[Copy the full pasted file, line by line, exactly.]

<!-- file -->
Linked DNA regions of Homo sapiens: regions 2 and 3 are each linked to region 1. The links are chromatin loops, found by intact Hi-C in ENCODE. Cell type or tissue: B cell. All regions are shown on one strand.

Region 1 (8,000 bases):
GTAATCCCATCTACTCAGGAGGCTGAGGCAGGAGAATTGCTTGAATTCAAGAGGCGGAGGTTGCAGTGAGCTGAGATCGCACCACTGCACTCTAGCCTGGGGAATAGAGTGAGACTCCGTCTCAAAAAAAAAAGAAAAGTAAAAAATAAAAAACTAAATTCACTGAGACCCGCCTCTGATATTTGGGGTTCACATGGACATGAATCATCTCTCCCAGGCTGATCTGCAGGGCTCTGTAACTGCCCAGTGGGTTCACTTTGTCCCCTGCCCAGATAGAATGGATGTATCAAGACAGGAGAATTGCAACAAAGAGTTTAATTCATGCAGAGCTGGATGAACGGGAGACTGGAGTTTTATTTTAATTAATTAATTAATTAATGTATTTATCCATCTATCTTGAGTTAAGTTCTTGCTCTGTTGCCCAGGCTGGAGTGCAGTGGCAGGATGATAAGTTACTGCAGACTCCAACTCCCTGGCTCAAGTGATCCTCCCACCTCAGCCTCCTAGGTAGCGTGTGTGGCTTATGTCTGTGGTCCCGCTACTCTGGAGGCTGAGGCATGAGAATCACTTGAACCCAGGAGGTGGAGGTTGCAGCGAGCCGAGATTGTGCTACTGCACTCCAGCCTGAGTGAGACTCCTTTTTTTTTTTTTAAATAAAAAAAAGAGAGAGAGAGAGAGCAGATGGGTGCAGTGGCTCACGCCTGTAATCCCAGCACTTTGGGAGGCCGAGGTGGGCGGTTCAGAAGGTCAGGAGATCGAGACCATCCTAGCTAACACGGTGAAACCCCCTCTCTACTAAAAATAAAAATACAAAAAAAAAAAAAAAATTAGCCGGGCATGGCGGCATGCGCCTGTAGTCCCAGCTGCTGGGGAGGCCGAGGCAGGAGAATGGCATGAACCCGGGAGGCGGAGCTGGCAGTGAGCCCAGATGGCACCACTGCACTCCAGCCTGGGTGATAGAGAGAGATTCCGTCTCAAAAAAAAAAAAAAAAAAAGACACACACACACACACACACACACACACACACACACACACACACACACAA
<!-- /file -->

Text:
Linked DNA regions of Homo sapiens: regions 2 and 3 are each linked to region 1. The links are chromatin loops, found by intact Hi-C in ENCODE. Cell type or tissue: B cell. All regions are shown on one strand.

Region 1 (8,000 bases):
GTAATCCCATCTACTCAGGAGGCTGAGGCAGGAGAATTGCTTGAATTCAAGAGGCGGAGGTTGCAGTGAGCTGAGATCGCACCACTGCACTCTAGCCTGGGGAATAGAGTGAGACTCCGTCTCAAAAAAAAAAGAAAAGTAAAAAATAAAAAACTAAATTCACTGAGACCCGCCTCTGATATTTGGGGTTCACATGGACATGAATCATCTCTCCCAGGCTGATCTGCAGGGCTCTGTAACTGCCCAGTGGGTTCACTTTGTCCCCTGCCCAGATAGAATGGATGTATCAAGACAGGAGAATTGCAACAAAGAGTTTAATTCATGCAGAGCTGGATGAACGGGAGACTGGAGTTTTATTTTAATTAATTAATTAATTAATGTATTTATCCATCTATCTTGAGTTAAGTTCTTGCTCTGTTGCCCAGGCTGGAGTGCAGTGGCAGGATGATAAGTTACTGCAGACTCCAACTCCCTGGCTCAAGTGATCCTCCCACCTCAGCCTCCTAGGTAGCGTGTGTGGCTTATGTCTGTGGTCCCGCTACTCTGGAGGCTGAGGCATGAGAATCACTTGAACCCAGGAGGTGGAGGTTGCAGCGAGCCGAGATTGTGCTACTGCACTCCAGCCTGAGTGAGACTCCTTTTTTTTTTTTTAAATAAAAAAAAGAGAGAGAGAGAGAGCAGATGGGTGCAGTGGCTCACGCCTGTAATCCCAGCACTTTGGGAGGCCGAGGTGGGCGGTTCAGAAGGTCAGGAGATCGAGACCATCCTAGCTAACACGGTGAAACCCCCTCTCTACTAAAAATAAAAATACAAAAAAAAAAAAAAAATTAGCCGGGCATGGCGGCATGCGCCTGTAGTCCCAGCTGCTGGGGAGGCCGAGGCAGGAGAATGGCATGAACCCGGGAGGCGGAGCTGGCAGTGAGCCCAGATGGCACCACTGCACTCCAGCCTGGGTGATAGAGAGAGATTCCGTCTCAAAAAAAAAAAAAAAAAAAGACACACACACACACACACACACACACACACACACACACACACACACACAA